Women in Government Talk Technology and Innovation

The Women in Government is a national organization of women state legislators that provides a forum for these elected officials to address public policy issues.  This week, the Women in Government hosted a summit focused on advanced technology and innovation and I provided remarks on the evolving role of technology in government. My remarks focused on a problem that spans the borders of legislative districts, state lines and even international boundaries.  I told the legislators in the room that what I was going to tell them was not necessarily complimentary or what they wanted to hear but that it was a problem that could be addressed through effective policy and active strategy. 

At the core of the problem is the different rates of change between government and technology. Government’s aversion to change and resulting slow rate of adoption of technologies puts them at an inherent disadvantage when it comes to attracting and retaining a cutting-edge technology workforce. There is an ongoing shift in the government IT workforce and a changing role of a government CIO, these two changes along with the conflicting rates of change in technology and government, lead to a gap. There are, of course, exceptions to this statement and I was able to highlight some really innovative policies and programs in a variety of states to address problems. 

Millennials will make up 75% of the global workforce by 2025.  What’s the workforce makeup today?  The Washington Post reports that the share of under-30 workers in the federal government was at 7% in 2014.  This figure for the private sector was 25%.  The gap is evident.  Some states, such as Maine, have implemented very effective internship programs.  In Maine, their IT internship program is able to retain 70% of their interns as permanent employees.  The Wall Street journal recently pointed out that less than 3% of students listed government employers as their ideal place to work.  The perception of government as a ‘last choice employer’ can be changed through highlighting the meaningful impacts of working for the citizens and the opportunity to make a wide impact on society.  According to the Center for Digital Government, 1 in 4 government employees are eligible to retire today.  The investment in succession planning to backfill the functions of these retiring workers is severely lacking.  The economic downturn bought governments some time but strategies to recruit, attract, and retain young workers has not kept pace with the retirements that are now numerous and impactful.  The ‘silver tsunami’ is upon us.

Second, governments struggle to fit evolving technology professionals into outdated civil service bands, archaic duty statements, or technical specifications that are obsolete.  Government HR practices need to evolve, and quickly, to keep pace with changing technology professions and the civil service system does not allow for such flexibilities.  Governments themselves are not designed to be competitive because there is a lack of profit motivation in the public sector.  The private sector is more willing to make the financial investments needed to modify benefits, salaries and classifications because they see the direct benefit in their bottom line.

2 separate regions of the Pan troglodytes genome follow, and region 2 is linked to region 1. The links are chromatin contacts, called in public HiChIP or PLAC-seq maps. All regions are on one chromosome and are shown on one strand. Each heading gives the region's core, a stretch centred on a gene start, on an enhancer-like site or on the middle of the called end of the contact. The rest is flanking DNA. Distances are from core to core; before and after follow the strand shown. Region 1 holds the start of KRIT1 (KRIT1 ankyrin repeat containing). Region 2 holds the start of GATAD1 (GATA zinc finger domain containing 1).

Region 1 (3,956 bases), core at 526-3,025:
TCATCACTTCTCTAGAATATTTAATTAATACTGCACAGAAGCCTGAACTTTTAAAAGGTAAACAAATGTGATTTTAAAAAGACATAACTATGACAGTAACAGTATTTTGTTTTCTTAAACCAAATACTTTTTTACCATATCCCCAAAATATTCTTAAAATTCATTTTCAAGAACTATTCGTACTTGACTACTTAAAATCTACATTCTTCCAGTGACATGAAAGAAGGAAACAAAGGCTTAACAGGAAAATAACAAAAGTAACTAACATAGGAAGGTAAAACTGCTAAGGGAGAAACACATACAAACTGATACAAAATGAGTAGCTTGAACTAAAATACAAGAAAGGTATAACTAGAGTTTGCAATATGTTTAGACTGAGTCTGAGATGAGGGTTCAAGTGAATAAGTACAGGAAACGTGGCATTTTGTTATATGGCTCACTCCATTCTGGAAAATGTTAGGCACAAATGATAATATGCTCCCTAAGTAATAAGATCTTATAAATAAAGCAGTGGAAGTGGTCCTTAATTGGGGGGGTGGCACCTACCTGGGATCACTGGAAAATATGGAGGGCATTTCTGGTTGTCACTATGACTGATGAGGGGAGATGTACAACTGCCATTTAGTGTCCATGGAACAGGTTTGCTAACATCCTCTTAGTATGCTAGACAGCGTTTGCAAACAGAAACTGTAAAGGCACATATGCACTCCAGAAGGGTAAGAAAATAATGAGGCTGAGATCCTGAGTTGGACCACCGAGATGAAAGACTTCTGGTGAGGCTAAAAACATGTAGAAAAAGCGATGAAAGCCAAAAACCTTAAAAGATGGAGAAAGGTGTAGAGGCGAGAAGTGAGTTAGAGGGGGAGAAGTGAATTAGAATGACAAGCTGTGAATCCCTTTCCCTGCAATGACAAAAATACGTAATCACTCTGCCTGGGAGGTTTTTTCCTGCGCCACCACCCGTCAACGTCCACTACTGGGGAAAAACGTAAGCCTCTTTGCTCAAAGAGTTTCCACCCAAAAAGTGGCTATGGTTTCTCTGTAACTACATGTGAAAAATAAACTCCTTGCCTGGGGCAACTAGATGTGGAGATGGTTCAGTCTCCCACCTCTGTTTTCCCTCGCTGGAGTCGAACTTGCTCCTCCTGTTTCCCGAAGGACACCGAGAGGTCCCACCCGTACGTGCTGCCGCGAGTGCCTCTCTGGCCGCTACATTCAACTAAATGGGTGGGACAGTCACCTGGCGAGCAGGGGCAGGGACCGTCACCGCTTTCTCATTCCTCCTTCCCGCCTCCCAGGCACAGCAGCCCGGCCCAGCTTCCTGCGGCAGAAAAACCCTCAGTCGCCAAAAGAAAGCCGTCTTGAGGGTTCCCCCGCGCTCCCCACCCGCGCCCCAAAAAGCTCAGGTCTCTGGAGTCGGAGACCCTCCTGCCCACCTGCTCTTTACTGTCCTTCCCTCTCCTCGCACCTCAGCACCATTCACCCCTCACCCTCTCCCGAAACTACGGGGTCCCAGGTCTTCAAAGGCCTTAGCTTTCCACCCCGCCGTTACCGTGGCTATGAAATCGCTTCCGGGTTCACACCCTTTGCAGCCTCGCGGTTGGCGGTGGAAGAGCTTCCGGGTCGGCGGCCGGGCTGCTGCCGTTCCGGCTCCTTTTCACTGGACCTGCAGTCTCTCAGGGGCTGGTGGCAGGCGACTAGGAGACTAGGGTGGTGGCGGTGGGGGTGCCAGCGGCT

Partnering with the private sector is one area where we have seen some success for governments.  There are federal initiatives that seek to bring private sector technologists in to governments to help solve problems.  By partnering as opposed to owning, the private sector bringing its competitive edge to assist government in solving their technology problems.  The federal government’s 18F or U.S. digital service are examples of such partnerships and have showed success at the federal level that will be expanded to the state level.  When speaking of the Presidential Innovation Fellows that birthed the 18F program, President Obama stated, “We must harness new ideas and technology to remake our government.”

Partnering in more comprehensive forms involves governments recognizing their strengths and weaknesses in order to outsource weaknesses to the private sector.  This not only allows government to focus on their core competencies but also provides the public sector with motivation to most efficiently serve governments.  States such as Virginia have looked to almost completely outsource technical IT jobs to the private sector companies that count these functions among their core competencies.

My ultimate advice to the state legislators: Leverage the progress happening in other states and industries in order to better yourself. There is no one-size fits all model but when we borrow the best ideas from around governments we are able to improve government IT operations.

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